Lavrov added: “It was this kind of comprehen-sive approach that helped to unlock the situation surrounding the Korean nuclear programme.” (Under the February agreement, in exchange for North Korea’s denuclearisation and information on all its nuclear programmes, the reclusive state will receive 950,000 tonnes of fuel oil for its thermal power-generating plants in addition to the 50,000 tonnes already delivered by South Korea for the closure of its only operational nuclear reactor at Yongbyon.)

If Kouchner’s visit to Moscow was to persuade Russia to fall in line with the US move to introduce a new Security Council resolution, things didn’t quite work that way. (Kouchner is scheduled to arrive in Washington on October 12; French President Nicolas Sarkozy is due to visit Moscow on October 10-11.)

Russia couldn’t be unaware that France is playing a double game. On the one hand, Sarkozy is closing ranks with the Bush Administration’s policies toward Iran. On the other hand, France is using the US-French rapprochement to share the spoils of Iraq’s oil wealth with US oil interests. France’s Total and the United States’ Chevron have agreed to collaborate on the Majnoon oilfields in Iraq.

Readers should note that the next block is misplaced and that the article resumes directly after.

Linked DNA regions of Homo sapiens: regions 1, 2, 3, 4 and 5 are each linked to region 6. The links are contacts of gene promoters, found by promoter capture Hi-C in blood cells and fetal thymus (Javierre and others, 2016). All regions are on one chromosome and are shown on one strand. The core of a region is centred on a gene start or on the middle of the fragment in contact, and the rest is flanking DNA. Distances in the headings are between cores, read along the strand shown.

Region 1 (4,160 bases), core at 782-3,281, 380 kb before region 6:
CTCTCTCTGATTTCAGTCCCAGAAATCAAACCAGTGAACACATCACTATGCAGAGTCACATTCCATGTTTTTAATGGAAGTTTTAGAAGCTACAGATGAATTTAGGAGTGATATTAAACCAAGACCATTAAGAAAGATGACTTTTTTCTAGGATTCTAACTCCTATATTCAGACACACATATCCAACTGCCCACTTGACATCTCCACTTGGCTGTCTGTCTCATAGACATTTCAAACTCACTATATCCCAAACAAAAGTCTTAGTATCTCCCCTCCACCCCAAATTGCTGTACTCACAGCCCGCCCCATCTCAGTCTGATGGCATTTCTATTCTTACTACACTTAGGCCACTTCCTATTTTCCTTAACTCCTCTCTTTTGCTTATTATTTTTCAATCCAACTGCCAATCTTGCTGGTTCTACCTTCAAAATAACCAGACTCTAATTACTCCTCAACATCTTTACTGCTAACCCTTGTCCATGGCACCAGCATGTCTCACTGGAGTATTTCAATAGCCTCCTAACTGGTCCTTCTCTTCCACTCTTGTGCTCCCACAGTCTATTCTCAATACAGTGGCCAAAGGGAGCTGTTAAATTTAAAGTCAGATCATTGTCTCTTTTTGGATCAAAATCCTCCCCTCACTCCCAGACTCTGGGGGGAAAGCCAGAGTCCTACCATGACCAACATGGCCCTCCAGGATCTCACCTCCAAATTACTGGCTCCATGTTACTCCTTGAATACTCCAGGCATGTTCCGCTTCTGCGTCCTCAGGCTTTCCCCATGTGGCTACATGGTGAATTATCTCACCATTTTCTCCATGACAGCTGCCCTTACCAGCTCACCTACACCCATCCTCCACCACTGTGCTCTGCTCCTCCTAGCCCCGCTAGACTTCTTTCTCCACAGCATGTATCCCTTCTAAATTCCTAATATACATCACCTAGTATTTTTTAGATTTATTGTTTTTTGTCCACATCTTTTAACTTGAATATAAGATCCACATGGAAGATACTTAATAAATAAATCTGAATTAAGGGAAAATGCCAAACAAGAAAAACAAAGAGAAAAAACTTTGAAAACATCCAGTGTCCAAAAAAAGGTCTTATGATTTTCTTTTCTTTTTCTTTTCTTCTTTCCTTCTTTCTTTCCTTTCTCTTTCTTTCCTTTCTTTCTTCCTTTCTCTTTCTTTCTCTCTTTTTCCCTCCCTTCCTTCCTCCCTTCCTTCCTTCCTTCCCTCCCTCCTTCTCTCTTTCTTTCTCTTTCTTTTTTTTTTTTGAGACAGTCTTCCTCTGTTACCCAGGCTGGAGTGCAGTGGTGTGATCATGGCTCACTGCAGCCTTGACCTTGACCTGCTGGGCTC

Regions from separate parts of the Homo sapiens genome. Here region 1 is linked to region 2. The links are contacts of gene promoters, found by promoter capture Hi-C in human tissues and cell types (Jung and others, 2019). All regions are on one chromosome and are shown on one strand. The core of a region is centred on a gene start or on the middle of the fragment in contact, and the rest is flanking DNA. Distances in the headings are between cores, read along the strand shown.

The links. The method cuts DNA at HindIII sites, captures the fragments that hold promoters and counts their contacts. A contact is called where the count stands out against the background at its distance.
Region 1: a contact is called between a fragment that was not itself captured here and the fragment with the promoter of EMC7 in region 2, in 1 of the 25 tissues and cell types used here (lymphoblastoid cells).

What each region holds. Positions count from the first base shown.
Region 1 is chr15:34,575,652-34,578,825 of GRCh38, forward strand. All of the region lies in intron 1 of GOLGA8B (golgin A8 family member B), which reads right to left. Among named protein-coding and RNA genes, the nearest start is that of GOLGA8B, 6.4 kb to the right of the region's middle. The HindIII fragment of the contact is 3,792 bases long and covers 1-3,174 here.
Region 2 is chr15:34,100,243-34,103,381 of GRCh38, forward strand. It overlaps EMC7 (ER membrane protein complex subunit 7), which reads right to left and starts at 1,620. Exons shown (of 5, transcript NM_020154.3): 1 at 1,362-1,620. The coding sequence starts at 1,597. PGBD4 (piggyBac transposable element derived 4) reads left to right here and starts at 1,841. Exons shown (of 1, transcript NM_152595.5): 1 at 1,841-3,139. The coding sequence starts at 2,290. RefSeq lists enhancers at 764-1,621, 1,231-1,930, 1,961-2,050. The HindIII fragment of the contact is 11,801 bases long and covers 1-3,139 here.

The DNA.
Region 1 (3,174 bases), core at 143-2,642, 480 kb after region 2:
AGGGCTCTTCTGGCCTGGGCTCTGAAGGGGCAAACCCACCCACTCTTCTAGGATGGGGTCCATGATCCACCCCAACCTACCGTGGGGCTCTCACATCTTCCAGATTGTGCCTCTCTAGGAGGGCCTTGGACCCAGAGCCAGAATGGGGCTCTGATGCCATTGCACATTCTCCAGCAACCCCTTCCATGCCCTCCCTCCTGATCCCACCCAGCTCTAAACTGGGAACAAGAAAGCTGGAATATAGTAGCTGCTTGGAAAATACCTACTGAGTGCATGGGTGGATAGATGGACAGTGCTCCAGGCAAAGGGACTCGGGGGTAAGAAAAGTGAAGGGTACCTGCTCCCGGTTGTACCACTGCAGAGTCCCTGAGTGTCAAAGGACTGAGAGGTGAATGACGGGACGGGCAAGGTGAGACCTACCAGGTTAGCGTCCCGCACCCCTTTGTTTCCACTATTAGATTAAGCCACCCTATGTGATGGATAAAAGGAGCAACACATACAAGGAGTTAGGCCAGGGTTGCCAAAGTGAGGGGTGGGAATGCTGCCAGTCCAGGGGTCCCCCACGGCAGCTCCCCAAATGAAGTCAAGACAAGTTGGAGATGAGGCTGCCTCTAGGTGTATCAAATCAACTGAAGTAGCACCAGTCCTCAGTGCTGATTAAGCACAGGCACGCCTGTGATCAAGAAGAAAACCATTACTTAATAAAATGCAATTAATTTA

The San Francisco Chronicle recently wrote:
The building of a US-French consensus on Iraq is largely the result of the willingness of US oil interests to share the spoils with their European counterparts in exchange for their military and military backing of Washington’s foreign policy in the Middle East.

In the coming period, Moscow will have to factor the “trans-Atlantic partnership” in dealing with the Iran nuclear issue.

Moscow Backs ElBaradei

MOSCOW is determined not to be party to Washington’s attempt to discredit the IAEA’s credentials in handling the Iran problem. Washington launched a similar offensive against the IAEA in the run-up to the Iraq war. Lavrov made it clear that Russia’s sympathy lies with the IAEA Director General, Mohammed ElBaradei.

US Secretary of State Condoleezza Rice said on September 18: “The IAEA is not in the business of diplomacy. The IAEA is a technical agency ... It is not up to anybody to diminish or to begin to cutback on the obligations that the Iranians have been ordered to take” by the Security Council. In effect, she meant that ElBaradei was freelancing where he didn’t belong.

Russia doesn’t want to see ElBaradei being bullied. Russia would like the Agency’s inspectors to report back without fear at the end of the year on the Iran file. Russia finds itself in complete agreement with ElBaradei’s approach, which is to encourage Tehran to move forward in terms of the roadmap with the IAEA so that by November or December, a definitive assessment becomes possible as to whether the Iranians would keep their promises, and a peaceful solution emerges. Moscow goes along agreeing with ElBaradei’s view that there are hopeful and positive signs.

Moscow would have no quarrels either with ElBaradei’s conclusion that